I’m guessing somewhere in Los Angeles there are a lot of Microsoft executives experiencing quite a bit of anxiety this morning. I know the feeling. I once sat and cringed during an opening night curtain speech for a show I directed when the producer making the speech told the audience that the show was going to change their lives. Talk about setting expectations, this guy doomed the opening night response to the show. Later today Microsoft will make some sort of “you don’t want to miss it announcement” in an as yet unnamed location in the City of Angels. Speculation is all over the map on what it will or won’t be and the way Microsoft rolled out the invitation has scaled expectations to the level of incredible. The scuttlebutt is about everything from Microsoft unveiling a slew of third party Tablets to Microsoft getting into the hardware biz and unveiling a Microsoft branded Tablet. Other speculation has Microsoft unveiling some sort of media Tablet in partnership with Barnes & Noble, aiming at Amazon’s Kindle Fire. Of course there’s talk of all kinds of entertainment options and Xbox integration. And dangerously, the announcement could have absolutely nothing to do with Tablets. No one really knows.
Whatever the announcement will be, Microsoft managed to raise the stakes with the timing, (between Apple’s WWDC and Google’s IO conferences,) and all the cloak and dagger surrounding the announcement. Some, myself included, are already saying Microsoft may have pushed the envelope a bit too far with the last minute, no-location attached invitation. My thinking on this is simple. Heaven forbid that Microsoft isn’t going to roll out some sort of Tablet announcement. By setting the stage the way Redmond has, speculation has been allowed to run rampant to such a point where some sort of Tablet announcement seems to have become almost conventional wisdom. If it isn’t some sort of Tablet, this will rank up there with Geraldo Rivera’s opening up of All Capone’s vault. Microsoft will have to answer for that with a host of angry bloggers and media types who bought into and repeated the speculation. On the other hand, it will be quite humorous to see the backtracking on all the predictions and speculation, even with the brickbats that would be tossed Microsoft’s way.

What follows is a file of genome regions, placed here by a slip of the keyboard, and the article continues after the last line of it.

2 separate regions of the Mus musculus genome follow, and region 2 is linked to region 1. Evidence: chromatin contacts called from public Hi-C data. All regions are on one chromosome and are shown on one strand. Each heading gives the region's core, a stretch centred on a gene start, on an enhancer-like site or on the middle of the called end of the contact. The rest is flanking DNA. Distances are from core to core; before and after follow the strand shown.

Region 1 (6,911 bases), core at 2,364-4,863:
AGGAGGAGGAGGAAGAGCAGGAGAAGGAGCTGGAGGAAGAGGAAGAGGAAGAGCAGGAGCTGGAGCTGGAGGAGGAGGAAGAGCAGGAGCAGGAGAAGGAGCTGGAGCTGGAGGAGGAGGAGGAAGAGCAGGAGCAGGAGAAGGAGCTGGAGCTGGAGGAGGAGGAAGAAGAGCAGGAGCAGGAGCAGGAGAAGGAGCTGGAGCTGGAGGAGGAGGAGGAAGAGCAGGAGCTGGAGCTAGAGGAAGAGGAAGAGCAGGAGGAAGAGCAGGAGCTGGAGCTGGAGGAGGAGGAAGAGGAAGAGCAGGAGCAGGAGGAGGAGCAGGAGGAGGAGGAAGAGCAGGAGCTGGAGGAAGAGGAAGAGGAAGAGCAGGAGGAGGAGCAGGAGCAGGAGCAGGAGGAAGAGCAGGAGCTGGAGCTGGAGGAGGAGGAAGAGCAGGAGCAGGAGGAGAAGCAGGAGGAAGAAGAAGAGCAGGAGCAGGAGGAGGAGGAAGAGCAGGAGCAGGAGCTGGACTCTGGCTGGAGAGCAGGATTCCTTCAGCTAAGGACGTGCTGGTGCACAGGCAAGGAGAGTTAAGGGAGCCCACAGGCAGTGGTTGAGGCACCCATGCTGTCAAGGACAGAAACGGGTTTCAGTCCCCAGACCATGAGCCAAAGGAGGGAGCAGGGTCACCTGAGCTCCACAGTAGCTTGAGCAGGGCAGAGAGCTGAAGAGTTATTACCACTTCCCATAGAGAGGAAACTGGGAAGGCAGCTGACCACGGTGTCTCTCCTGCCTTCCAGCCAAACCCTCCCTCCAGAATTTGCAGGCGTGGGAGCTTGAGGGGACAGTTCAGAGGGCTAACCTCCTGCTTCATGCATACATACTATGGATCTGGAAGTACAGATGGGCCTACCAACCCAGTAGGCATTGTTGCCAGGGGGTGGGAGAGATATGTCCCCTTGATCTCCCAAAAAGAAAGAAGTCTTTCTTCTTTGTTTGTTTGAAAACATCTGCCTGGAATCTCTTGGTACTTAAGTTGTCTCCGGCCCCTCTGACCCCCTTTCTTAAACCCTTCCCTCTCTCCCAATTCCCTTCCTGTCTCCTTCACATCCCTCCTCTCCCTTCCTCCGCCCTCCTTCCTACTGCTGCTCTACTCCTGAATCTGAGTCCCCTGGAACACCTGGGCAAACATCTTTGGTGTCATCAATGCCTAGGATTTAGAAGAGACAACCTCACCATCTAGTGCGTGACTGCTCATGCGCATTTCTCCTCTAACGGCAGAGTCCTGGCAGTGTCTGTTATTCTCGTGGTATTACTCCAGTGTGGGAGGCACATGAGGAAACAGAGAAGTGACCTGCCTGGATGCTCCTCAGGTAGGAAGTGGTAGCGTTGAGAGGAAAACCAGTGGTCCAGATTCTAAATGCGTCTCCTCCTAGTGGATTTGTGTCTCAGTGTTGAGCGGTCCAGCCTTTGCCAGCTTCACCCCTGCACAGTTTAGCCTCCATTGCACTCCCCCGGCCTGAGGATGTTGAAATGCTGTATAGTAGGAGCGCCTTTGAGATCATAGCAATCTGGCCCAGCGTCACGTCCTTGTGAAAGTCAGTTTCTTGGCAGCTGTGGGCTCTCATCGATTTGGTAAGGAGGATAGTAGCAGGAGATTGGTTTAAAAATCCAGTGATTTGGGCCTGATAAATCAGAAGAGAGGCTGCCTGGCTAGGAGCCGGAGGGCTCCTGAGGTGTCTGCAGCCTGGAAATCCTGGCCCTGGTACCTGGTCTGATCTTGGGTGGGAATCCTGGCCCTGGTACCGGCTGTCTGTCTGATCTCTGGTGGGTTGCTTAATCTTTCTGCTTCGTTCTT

If the announcement is Tablet focused, it had better be a doozy. Personally, I don’t think we’re going to see a parade of OEM Tablets, as we’ve already started to see some of that from Computex. If, and I think this is a very big if, Microsoft does decide to get into the Tablet hardware biz, that move will be as risky as the announcement strategy. I’m not saying risk is a bad thing here, I’m just saying it will be a risky move. And actually it would be a risker move than Microsoft has made in quite some time. To the point of being out of character. But maybe that’s the point. Go big or go home?
An announcement of some sort of partnership with B&N makes logical sense on many levels. Keep in mind that Microsoft and B&N announced a strategic partnership back in April called Newco. But unless Microsoft wants to just get into a shooting war with Amazon I don’t see why this effort needs a new device when embedding the fruits of that investment with B&N across the Windows RT and Windows 8 line would avoid the risk of Microsoft creating a new device. B&N continuing its efforts is another matter, though. Announcing any new device at this point in the roll out cycle of the new flagship OS(s) also seems to be odd timing. But who knows how that Newco arrangement is playing out. B&N does control over 80% of the arrangement. (See UPDATE below.)
When I made my predictions for 2012 I said that Microsoft and Windows 8/RT would be the big news this year. I still think that is accurate. Yeah, Apple has announced some stuff, with more to come. Yeah, Google will be announcing some stuff at the IO conference. But honestly, with both Apple and Google what we have seen and will be seeing is more of the same of what we’ve been seeing during this most recent period of mobile tech. We know quite a bit about Windows 8/RT and Windows Phone. But the point here is that with Microsoft being so far behind on all fronts mobile, and taking its time to re-imagine what it will offer, the expectations are huge. No, amend that. The expectations are beyond huge for the folks in Redmond. In fact, I would argue that the success of the Windows 8/RT platform and how Microsoft rolls it out will be a turning point. How it all eventually turns out is really a flip of a coin. But that coin flip is going to be the story to watch this year and next.
As I hope I’ve made clear, I have no idea what Microsoft is announcing today. Because I’d like to see Microsoft have a big success with Windows 8/RT, I hope that today’s news won’t gum up the works that are already in place. Microsoft, unfortunately, has a track record of stumbling when the spotlight is focused where it wants it and self-inflicted wounds are always the most painful. Maybe today will change that. But then again…
UPDATE: According to the Verge, Barnes & Noble is saying it won’t be a part of any Microsoft announcement today.
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